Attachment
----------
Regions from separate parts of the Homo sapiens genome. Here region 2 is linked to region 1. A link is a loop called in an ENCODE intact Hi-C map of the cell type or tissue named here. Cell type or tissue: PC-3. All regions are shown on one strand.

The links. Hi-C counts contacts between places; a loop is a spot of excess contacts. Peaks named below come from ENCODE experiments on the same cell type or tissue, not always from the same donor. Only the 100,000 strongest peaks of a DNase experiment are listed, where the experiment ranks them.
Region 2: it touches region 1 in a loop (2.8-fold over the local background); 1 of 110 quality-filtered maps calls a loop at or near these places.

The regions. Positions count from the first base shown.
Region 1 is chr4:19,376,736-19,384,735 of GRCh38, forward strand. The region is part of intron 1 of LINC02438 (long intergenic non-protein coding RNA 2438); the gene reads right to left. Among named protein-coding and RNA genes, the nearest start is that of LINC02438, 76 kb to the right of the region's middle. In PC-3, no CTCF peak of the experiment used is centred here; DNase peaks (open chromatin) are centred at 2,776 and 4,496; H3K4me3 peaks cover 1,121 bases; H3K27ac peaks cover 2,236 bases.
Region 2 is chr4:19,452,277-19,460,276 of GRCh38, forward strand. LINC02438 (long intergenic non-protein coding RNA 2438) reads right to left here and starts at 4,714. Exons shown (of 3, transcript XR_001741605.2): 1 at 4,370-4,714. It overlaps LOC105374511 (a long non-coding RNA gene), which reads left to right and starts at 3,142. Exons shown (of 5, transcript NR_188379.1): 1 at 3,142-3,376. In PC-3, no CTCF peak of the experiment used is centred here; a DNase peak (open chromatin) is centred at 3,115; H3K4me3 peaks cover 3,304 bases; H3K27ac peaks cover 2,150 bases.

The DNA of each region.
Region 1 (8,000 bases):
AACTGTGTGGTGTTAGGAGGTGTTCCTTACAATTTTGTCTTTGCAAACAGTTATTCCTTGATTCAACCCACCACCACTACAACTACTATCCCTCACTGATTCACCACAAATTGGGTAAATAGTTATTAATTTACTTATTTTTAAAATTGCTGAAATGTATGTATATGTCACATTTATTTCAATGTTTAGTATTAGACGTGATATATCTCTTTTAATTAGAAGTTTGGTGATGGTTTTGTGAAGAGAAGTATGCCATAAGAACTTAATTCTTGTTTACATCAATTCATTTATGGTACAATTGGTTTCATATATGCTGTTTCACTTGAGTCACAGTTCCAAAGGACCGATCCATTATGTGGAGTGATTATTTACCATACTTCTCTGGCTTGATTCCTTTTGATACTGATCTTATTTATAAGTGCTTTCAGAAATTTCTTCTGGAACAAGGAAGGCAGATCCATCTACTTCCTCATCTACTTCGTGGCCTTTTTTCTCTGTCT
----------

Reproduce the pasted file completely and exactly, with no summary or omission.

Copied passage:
Regions from separate parts of the Homo sapiens genome. Here region 2 is linked to region 1. A link is a loop called in an ENCODE intact Hi-C map of the cell type or tissue named here. Cell type or tissue: PC-3. All regions are shown on one strand.

The links. Hi-C counts contacts between places; a loop is a spot of excess contacts. Peaks named below come from ENCODE experiments on the same cell type or tissue, not always from the same donor. Only the 100,000 strongest peaks of a DNase experiment are listed, where the experiment ranks them.
Region 2: it touches region 1 in a loop (2.8-fold over the local background); 1 of 110 quality-filtered maps calls a loop at or near these places.

The regions. Positions count from the first base shown.
Region 1 is chr4:19,376,736-19,384,735 of GRCh38, forward strand. The region is part of intron 1 of LINC02438 (long intergenic non-protein coding RNA 2438); the gene reads right to left. Among named protein-coding and RNA genes, the nearest start is that of LINC02438, 76 kb to the right of the region's middle. In PC-3, no CTCF peak of the experiment used is centred here; DNase peaks (open chromatin) are centred at 2,776 and 4,496; H3K4me3 peaks cover 1,121 bases; H3K27ac peaks cover 2,236 bases.
Region 2 is chr4:19,452,277-19,460,276 of GRCh38, forward strand. LINC02438 (long intergenic non-protein coding RNA 2438) reads right to left here and starts at 4,714. Exons shown (of 3, transcript XR_001741605.2): 1 at 4,370-4,714. It overlaps LOC105374511 (a long non-coding RNA gene), which reads left to right and starts at 3,142. Exons shown (of 5, transcript NR_188379.1): 1 at 3,142-3,376. In PC-3, no CTCF peak of the experiment used is centred here; a DNase peak (open chromatin) is centred at 3,115; H3K4me3 peaks cover 3,304 bases; H3K27ac peaks cover 2,150 bases.

The DNA of each region.
Region 1 (8,000 bases):
AACTGTGTGGTGTTAGGAGGTGTTCCTTACAATTTTGTCTTTGCAAACAGTTATTCCTTGATTCAACCCACCACCACTACAACTACTATCCCTCACTGATTCACCACAAATTGGGTAAATAGTTATTAATTTACTTATTTTTAAAATTGCTGAAATGTATGTATATGTCACATTTATTTCAATGTTTAGTATTAGACGTGATATATCTCTTTTAATTAGAAGTTTGGTGATGGTTTTGTGAAGAGAAGTATGCCATAAGAACTTAATTCTTGTTTACATCAATTCATTTATGGTACAATTGGTTTCATATATGCTGTTTCACTTGAGTCACAGTTCCAAAGGACCGATCCATTATGTGGAGTGATTATTTACCATACTTCTCTGGCTTGATTCCTTTTGATACTGATCTTATTTATAAGTGCTTTCAGAAATTTCTTCTGGAACAAGGAAGGCAGATCCATCTACTTCCTCATCTACTTCGTGGCCTTTTTTCTCTGTCT